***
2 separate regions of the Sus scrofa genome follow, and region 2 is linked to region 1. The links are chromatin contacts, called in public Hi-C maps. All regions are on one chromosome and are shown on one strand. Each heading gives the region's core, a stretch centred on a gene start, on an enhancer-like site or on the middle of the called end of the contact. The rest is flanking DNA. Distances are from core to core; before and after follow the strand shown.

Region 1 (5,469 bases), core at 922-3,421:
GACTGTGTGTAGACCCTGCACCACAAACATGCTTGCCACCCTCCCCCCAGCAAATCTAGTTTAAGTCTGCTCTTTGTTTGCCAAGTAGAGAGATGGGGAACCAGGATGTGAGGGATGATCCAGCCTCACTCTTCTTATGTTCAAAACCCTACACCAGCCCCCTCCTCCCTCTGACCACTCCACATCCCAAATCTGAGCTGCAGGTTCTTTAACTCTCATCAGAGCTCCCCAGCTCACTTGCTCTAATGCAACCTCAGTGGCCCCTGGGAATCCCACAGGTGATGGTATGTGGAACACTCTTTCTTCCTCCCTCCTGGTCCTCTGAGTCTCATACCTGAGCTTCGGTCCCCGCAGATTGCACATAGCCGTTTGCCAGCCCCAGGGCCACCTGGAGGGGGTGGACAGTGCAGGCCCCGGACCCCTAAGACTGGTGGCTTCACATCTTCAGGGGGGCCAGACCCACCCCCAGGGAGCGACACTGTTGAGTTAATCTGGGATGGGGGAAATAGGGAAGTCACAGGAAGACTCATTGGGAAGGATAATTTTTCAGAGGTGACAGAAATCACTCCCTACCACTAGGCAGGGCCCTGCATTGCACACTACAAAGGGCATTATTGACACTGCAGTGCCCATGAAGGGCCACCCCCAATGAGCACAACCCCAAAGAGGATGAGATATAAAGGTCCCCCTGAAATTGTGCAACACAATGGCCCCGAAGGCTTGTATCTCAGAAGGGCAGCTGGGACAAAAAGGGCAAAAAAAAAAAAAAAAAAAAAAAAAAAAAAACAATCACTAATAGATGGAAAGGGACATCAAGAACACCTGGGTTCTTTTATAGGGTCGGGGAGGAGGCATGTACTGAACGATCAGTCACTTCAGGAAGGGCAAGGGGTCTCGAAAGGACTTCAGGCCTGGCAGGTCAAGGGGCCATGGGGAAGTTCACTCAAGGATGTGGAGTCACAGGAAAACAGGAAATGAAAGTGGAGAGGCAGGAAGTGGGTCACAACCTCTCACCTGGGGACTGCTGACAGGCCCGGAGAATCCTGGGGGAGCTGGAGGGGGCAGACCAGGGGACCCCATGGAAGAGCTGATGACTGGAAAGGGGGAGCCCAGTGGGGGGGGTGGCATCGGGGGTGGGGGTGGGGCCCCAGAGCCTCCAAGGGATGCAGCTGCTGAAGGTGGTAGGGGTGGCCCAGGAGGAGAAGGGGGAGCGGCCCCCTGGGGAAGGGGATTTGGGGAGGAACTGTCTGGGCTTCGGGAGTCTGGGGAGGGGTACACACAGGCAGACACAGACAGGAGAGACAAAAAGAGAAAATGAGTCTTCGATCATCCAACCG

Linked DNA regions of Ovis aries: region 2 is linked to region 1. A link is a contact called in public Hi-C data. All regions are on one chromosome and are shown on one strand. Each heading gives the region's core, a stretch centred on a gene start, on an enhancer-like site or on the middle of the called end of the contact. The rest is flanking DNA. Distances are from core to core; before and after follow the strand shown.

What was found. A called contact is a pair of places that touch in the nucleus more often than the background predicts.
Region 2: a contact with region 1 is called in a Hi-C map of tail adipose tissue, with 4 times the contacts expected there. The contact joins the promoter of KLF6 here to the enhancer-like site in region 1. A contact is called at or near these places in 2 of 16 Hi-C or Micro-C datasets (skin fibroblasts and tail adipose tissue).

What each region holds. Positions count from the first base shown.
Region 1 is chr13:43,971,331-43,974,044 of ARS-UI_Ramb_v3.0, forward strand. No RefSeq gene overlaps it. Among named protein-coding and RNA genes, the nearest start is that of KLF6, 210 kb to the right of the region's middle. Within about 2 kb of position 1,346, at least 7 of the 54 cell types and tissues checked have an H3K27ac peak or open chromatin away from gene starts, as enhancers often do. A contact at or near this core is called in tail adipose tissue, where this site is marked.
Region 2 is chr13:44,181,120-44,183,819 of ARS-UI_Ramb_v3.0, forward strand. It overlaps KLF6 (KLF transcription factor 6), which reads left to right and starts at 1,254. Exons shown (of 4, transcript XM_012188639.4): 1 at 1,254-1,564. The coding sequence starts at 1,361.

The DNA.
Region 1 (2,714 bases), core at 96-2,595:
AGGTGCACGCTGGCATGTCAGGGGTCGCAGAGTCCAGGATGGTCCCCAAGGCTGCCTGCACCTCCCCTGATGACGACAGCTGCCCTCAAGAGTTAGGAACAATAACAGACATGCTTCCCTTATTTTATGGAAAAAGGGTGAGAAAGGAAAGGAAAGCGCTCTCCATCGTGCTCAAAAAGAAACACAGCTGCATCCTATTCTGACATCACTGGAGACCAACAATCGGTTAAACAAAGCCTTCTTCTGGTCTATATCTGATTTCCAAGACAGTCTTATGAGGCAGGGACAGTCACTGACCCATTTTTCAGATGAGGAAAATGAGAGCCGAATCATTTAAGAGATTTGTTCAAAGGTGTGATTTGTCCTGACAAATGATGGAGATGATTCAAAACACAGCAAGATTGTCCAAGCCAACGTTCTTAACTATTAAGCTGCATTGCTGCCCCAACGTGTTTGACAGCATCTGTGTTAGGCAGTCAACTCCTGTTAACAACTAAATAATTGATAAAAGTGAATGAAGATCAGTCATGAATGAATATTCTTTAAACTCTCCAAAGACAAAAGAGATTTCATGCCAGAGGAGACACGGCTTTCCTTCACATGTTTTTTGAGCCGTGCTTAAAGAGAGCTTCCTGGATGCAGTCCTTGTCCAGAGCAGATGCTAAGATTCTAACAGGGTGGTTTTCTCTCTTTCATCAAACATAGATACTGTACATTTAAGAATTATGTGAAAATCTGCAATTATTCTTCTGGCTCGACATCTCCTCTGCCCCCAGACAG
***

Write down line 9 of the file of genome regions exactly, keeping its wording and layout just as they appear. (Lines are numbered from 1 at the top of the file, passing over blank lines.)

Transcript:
Region 2 is chr13:44,181,120-44,183,819 of ARS-UI_Ramb_v3.0, forward strand. It overlaps KLF6 (KLF transcription factor 6), which reads left to right and starts at 1,254. Exons shown (of 4, transcript XM_012188639.4): 1 at 1,254-1,564. The coding sequence starts at 1,361.